As the dust has settled from Apple’s WWDC Keynote and iCloud announcement, I have taken some time to reflect on the full implications of iCloud. One of the conculsions I have reached is that there is not just a great deal of value for individual consumers but also for families.
iCloud will be the glue that ties all of a consumers Apple products together. What’s more is that it will be the glue that will tie all of a families Apple products together.
That is critical for several reasons:
Firstly, consumers are no longer interested in isolated experiences with their products. They are more interested in a product and/or service that works more like a solution than a product. This is not just important for the individual but also for the family. Many of these products are not used in a single consumer home. So the ability to share and access photos, music, documents, tasks, calendars, and other data becomes extremely valuable.
In my own experience it is very difficult to keep music libraries and photo libraries in-sync across mine and my wife’s computers – which are all Macs. To go a step further our calendars are always completely out of sync. iCloud will address many of these issues and in the process provide tremendous value to the family unit.
This is part of the “consumerization of IT” trend we have been talking about for years. Enterprises have had univeral and shared access to critical data and information essential to employees to get their job done. The Internet has streamlined this even more for enterprises, providing universal access to critical data through the cloud. The same need is true with families and is now becoming a reality with iCloud.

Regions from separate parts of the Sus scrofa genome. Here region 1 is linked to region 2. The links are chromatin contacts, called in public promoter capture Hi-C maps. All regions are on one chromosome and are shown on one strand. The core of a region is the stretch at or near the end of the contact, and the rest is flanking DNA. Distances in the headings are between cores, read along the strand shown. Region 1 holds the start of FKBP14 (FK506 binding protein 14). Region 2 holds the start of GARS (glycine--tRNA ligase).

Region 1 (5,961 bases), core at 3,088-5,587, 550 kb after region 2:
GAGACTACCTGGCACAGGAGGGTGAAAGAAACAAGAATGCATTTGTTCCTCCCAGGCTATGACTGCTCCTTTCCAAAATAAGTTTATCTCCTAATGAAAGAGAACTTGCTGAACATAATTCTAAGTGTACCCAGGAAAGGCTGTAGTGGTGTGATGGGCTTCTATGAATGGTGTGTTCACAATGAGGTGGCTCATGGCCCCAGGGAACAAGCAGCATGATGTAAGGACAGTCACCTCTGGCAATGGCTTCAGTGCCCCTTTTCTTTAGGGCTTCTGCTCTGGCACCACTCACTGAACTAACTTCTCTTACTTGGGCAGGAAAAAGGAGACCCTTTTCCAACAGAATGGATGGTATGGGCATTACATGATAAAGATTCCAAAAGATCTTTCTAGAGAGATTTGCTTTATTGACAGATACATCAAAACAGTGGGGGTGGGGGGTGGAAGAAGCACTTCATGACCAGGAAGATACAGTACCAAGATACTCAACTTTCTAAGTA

The second reason this is critical is because iCloud becomes a loyalty driver to Apple products. If consumers, as a part of the Apple ecosystem, begin to trust and depend on iCloud as a part of their experience, there is less of a chance that those consumer’s will leave Apple products in the future.
This is true because of the philosophy of “sunk-costs”. The philosophy of sunk-costs, states that when consumers have emotional or economic costs that they have sunk into a platform or service, they tend to stay loyal to that platform or service.
This is one of the primary reason’s so many consumers that were Windows PC customers were hesitant to switch to the Mac. They had sunk-costs into Windows software that switching was a burden and simply not a desirable option. This also proves true when you think about who provides your TV service. Whether it is cable or satellite the idea of having to have your house completely re-wired and set up with a new service provider discourages the desire to switch from one to the other.
This is true even in my own experience where I have thousands of dollars of sunk-costs into iTunes music, iPhone and iPad apps. Because of that I am less likely to switch to something like Android or Windows Phone or any other mobile platform.
This reality of sunk-costs factors into the consumer buying decision. This is true for the individual consumer but what happens when the philosophy of sunk-costs becomes reality for families?
The result I think is that the family and family members may stay loyal to a specific hardware, software and services platform.
This is a powerful reality if it becomes true.